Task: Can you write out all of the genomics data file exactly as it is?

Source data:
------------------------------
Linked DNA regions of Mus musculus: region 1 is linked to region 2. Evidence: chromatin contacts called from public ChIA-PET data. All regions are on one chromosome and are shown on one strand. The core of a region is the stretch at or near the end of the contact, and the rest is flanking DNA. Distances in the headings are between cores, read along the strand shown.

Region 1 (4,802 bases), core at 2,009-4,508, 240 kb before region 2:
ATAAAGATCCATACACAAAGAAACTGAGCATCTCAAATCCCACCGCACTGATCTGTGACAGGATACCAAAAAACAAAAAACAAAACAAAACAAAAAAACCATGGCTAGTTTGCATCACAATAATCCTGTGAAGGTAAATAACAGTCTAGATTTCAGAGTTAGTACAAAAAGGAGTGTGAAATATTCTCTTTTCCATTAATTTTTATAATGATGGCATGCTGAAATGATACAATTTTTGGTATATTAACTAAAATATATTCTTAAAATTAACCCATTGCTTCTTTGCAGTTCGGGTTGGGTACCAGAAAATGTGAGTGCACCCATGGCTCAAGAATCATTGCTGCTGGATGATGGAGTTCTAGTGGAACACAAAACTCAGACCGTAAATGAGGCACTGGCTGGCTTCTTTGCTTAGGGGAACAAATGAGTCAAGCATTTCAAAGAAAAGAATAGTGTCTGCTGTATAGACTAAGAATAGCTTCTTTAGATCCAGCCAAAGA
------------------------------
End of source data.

Linked DNA regions of Mus musculus: region 1 is linked to region 2. Evidence: chromatin contacts called from public ChIA-PET data. All regions are on one chromosome and are shown on one strand. The core of a region is the stretch at or near the end of the contact, and the rest is flanking DNA. Distances in the headings are between cores, read along the strand shown.

Region 1 (4,802 bases), core at 2,009-4,508, 240 kb before region 2:
ATAAAGATCCATACACAAAGAAACTGAGCATCTCAAATCCCACCGCACTGATCTGTGACAGGATACCAAAAAACAAAAAACAAAACAAAACAAAAAAACCATGGCTAGTTTGCATCACAATAATCCTGTGAAGGTAAATAACAGTCTAGATTTCAGAGTTAGTACAAAAAGGAGTGTGAAATATTCTCTTTTCCATTAATTTTTATAATGATGGCATGCTGAAATGATACAATTTTTGGTATATTAACTAAAATATATTCTTAAAATTAACCCATTGCTTCTTTGCAGTTCGGGTTGGGTACCAGAAAATGTGAGTGCACCCATGGCTCAAGAATCATTGCTGCTGGATGATGGAGTTCTAGTGGAACACAAAACTCAGACCGTAAATGAGGCACTGGCTGGCTTCTTTGCTTAGGGGAACAAATGAGTCAAGCATTTCAAAGAAAAGAATAGTGTCTGCTGTATAGACTAAGAATAGCTTCTTTAGATCCAGCCAAAGA